Who the hell is David Mathew? One talented and brave writer out of the UK, that’s who. An accomplished name in the short story field that I’m hoping to see make a big splash in the States with his breakout novel O My Days (Triskaideka Books/Montag Press), a writer who’s literary and surrealistic savvy evokes thoughts of such dark fabulists as Conrad Williams and T. M. Wright.
Online, at the Urban Dictionary, “Oh my days” is defined as an expression used when in shock or in awe of something, when excited or surprised. But with Mathew’s book, the term’s more that of a lament–a decrying of a nightmarish situation, spiritually, mentally, physically, and geographically.
And why not? The book’s protagonist and storyteller, William “Billy” Alfreth, certainly has enough on his plate, being imprisoned at Delacotte’s Young Offenders Institute for a brutal crime caught on camera, an act–despite any film to the contrary–that went down totally different in Billy’s mind. Making matters worse, while being grilled by a visiting psychologist writing a thesis on “prison lingo,” Billy’s starting to lose it, with his estranged family, his girlfriend and baby, his money … and with time: chunks of time, unaccounted for, with only one possible horrific explanation. Things are coming to a head, and Billy’s going to get some answers. But in the looking, the price is going to be paid for in blood–lots.
The real pleasure, though, is not in Mathew’s plot, but in the story’s unveiling. There are books and there are books. Some are fine reading fodder, but in the end, are simply passable fares, not unlike fast-food, or perhaps ten- to fifteen dollar plates, meals enjoyed for what they are, but quickly forgotten. Then there are those “fine dining” pieces of work, books that force a reader to want to sit in an easy chair and sub-vocalize every word, skimming nothing. Works that pack the whole punch with story/setting/character and literary-value. In O My Days Mathews delivers a first-person tale written in authentic prison voice that challenges a reader (especially American ones) to savor every word, every line, every page. This is not a work to be skimmed. I call Mathew brave because the established tone and slow-burn pace of his novel is not the most easily accessible. Rather, his character- and diction-driven tone require a reader’s complicity … requires the reader to join William “Billy” Alfreth on his nightmarish journey of discovery. Not every reader will have the patience to do their part in the partnership that O My Days requires. What’s wonderful, however, is that for those that do, the payoff explodes in spades.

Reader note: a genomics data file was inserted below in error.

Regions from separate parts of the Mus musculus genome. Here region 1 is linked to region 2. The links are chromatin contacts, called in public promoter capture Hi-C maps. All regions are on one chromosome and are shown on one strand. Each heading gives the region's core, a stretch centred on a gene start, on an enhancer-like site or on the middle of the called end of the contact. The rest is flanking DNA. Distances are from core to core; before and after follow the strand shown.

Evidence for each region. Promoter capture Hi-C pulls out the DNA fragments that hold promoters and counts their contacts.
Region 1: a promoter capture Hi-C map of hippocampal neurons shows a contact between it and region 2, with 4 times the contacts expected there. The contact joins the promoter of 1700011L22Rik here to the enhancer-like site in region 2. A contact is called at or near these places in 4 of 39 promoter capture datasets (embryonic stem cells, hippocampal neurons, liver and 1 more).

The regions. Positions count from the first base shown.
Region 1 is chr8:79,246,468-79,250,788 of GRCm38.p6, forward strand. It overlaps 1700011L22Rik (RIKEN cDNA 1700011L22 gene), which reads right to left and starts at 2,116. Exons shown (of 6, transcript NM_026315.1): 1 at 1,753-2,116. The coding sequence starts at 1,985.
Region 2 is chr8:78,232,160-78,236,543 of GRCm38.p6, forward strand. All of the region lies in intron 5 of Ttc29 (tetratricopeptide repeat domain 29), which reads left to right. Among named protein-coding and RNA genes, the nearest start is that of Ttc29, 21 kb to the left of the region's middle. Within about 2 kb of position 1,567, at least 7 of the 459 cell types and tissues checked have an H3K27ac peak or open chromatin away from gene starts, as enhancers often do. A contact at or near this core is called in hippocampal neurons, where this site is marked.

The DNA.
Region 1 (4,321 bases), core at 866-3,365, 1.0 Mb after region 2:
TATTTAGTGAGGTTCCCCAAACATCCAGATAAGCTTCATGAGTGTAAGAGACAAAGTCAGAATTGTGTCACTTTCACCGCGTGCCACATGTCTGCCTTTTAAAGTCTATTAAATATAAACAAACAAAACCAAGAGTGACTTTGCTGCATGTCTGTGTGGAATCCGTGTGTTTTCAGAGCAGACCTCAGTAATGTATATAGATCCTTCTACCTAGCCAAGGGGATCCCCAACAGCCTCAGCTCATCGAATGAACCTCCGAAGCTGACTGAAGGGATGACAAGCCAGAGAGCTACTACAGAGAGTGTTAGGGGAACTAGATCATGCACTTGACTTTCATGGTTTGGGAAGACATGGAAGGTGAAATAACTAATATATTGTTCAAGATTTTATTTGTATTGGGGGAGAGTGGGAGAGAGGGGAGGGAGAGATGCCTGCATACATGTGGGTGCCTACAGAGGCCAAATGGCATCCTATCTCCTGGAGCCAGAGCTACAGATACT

Last word on the subject, remember: “No one kicks off in the Cookery class.” Now, if you really want to find out why, pick up and read O My Days by David Mathew. You’ll be glad you did, bruv.